As we noted earlier this year in a report on right-wing immigration rhetoric, dehumanizing language is key to implementing inhumane policies. You know that that rhetoric has gone way too far when elected officials are proposing fixing the immigration system by preventing sick people from seeking safe and legal health care.
 

PFAW

New Legislation Threatens Critical Women’s Health Services

In wake of Live Action’s smear campaign against Planned Parenthood, Rep. Mike Pence (R-IN) introduced the “Title X Abortion Provider Prohibition Act.” Pence’s bill would cut off funding to Planned Parenthood, which Katha Pollitt of The Nation notes is the “largest network of clinics for family planning and women’s health, and in many regions the only provider within reach,” especially for women without health insurance. Republicans in Congress and their far-right allies have consistently attempted to de-fund Planned Parenthood, and Pence’s legislation wouldn’t de-fund abortion but instead seriously jeopardize other women’s health services.

“The funding that Planned Parenthood receives from the government goes to family planning, contraception, sex education, and prevention and treatment of STIs,” writes Robin Marty of RH Reality Check, “and is carefully monitored so that none of it is used to provide abortions, as per federal law.”

The National Family Planning and Reproductive Health Information has more information on the importance of Title X and the important role clinics like Planned Parenthood play in providing access to vital health services for women:

In addition to contraception, Title X funds a range of preventive health care services free of charge to individuals at or below the poverty level. A sliding fee scale ensures that low to moderate income women are also able to access these services, including:

• Comprehensive, culturally competent counseling and services

• Breast and pelvic examinations

• Breast and cervical cancer screening

• Healthy body weight screening and counseling

• HIV testing

• Screening for and treatment of sexually transmitted infections

• Screening for high blood pressure and high cholesterol

• Pregnancy testing and counseling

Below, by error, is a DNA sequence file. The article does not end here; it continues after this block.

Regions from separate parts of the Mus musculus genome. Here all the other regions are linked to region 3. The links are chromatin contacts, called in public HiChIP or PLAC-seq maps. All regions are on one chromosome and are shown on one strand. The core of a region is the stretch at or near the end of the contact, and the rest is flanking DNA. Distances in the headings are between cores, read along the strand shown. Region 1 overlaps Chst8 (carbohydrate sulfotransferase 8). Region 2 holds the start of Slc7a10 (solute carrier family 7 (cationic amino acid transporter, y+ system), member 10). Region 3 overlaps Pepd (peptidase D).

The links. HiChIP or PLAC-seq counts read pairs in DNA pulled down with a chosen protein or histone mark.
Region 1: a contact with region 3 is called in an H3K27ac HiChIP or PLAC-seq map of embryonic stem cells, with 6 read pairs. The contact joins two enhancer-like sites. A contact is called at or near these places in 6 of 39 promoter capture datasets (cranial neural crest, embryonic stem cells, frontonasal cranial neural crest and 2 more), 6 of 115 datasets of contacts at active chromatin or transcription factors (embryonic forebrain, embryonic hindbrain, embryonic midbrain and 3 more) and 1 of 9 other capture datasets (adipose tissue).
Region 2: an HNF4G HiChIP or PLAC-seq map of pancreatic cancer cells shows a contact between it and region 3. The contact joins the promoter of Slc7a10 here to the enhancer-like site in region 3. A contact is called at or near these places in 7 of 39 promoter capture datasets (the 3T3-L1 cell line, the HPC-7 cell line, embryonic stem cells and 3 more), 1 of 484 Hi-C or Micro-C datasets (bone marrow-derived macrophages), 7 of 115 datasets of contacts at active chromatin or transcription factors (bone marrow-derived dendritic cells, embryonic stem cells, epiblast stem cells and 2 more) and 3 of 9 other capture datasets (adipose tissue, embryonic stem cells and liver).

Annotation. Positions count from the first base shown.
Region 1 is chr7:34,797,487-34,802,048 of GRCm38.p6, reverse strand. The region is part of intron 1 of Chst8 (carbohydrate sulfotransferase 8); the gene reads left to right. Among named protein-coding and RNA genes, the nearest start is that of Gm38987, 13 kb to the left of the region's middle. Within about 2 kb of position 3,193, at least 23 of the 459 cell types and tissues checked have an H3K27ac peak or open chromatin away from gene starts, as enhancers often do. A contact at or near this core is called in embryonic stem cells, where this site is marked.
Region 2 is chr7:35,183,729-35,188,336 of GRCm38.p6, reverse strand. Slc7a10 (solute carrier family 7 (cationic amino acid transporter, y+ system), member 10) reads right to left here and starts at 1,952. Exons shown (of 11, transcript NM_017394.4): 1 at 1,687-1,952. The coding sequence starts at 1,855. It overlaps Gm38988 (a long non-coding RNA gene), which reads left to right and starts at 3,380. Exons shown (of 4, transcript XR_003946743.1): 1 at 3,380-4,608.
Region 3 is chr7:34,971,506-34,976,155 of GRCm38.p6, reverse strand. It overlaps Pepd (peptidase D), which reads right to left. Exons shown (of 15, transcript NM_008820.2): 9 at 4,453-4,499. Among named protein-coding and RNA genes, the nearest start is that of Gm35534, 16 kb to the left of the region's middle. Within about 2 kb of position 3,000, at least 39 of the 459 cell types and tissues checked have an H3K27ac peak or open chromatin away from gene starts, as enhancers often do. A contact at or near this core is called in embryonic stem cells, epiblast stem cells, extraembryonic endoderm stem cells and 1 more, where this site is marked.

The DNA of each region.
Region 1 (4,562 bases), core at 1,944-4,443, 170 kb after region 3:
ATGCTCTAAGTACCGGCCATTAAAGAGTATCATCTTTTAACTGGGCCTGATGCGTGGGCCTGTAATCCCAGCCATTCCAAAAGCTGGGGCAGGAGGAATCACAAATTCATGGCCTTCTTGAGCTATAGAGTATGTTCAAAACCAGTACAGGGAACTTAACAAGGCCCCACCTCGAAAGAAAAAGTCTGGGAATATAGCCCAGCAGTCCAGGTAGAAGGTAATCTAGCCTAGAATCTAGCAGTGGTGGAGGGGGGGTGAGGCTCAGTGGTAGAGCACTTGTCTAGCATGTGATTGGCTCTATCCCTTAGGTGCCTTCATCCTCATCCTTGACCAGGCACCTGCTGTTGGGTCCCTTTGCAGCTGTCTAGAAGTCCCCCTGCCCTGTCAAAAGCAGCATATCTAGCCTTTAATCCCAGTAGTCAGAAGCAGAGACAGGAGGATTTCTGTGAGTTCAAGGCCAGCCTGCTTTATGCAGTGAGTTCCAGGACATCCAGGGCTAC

PFAW

Horrible, Terrible Anti-Choice Bill Now Only Terrible

The House GOP met with widespread outrage last week when the news broke that a radical anti-abortion bill it is backing would, among other things, exclude many instances of rape from already very limited federal abortion coverage. The bill, written by Rep. Chris Smith of New Jersey, would have only allowed for abortion coverage for pregnancies resulting from “forcible rape”—a radical redefinition of rape that would exclude instances where a woman is drugged, statutory rape of a minor, and many instances of date rape.

The swift response from pro-choice groups and strong outcry from Americans (including a popular Twitter campaign) has now led the House GOP to back down on the rape provision, removing “forcible” from the language in the bill. But Smith’s bill, if passed, would still be disastrous for reproductive choice rights. The “No Taxpayer Funding For Abortion Act,” which has 173 Republican co-sponsors, would make the Hyde Amendment—the provision that prohibits Medicaid funding for abortion—permanent and apply it to all areas of the federal budget. It would, among other restrictions, prohibit people who use federal subsidies for private insurance coverage from purchasing insurance plans that cover abortion—thereby jeopardizing abortion coverage on the private market.

The fight over the bill coincided with another right-wing attempt to limit reproductive choice, particularly that of low-income women—an anti-choice group’s ACORN-style video hoax attempting to bring down Planned Parenthood. The hoax, a nationwide “sting” intended to prove that Planned Parenthood cooperates with child prostitution rings, in fact proved the opposite—Planned Parenthood promptly reported visits from activists claiming to be child sex traffickers to the FBI. But the Religious Right has been quick to jump on the videos and publicize them in their latest attempt to discredit and stop federal funding for reproductive health organizations.

As Jamelle Bouie points out in the American Prospect today, attempts to limit women’s access to reproductive health care are not only dangerous for women—especially low-income women who rely on government assistance and organizations like Planned Parenthood—but hurt programs that actually lower the instances of unwanted pregnancy: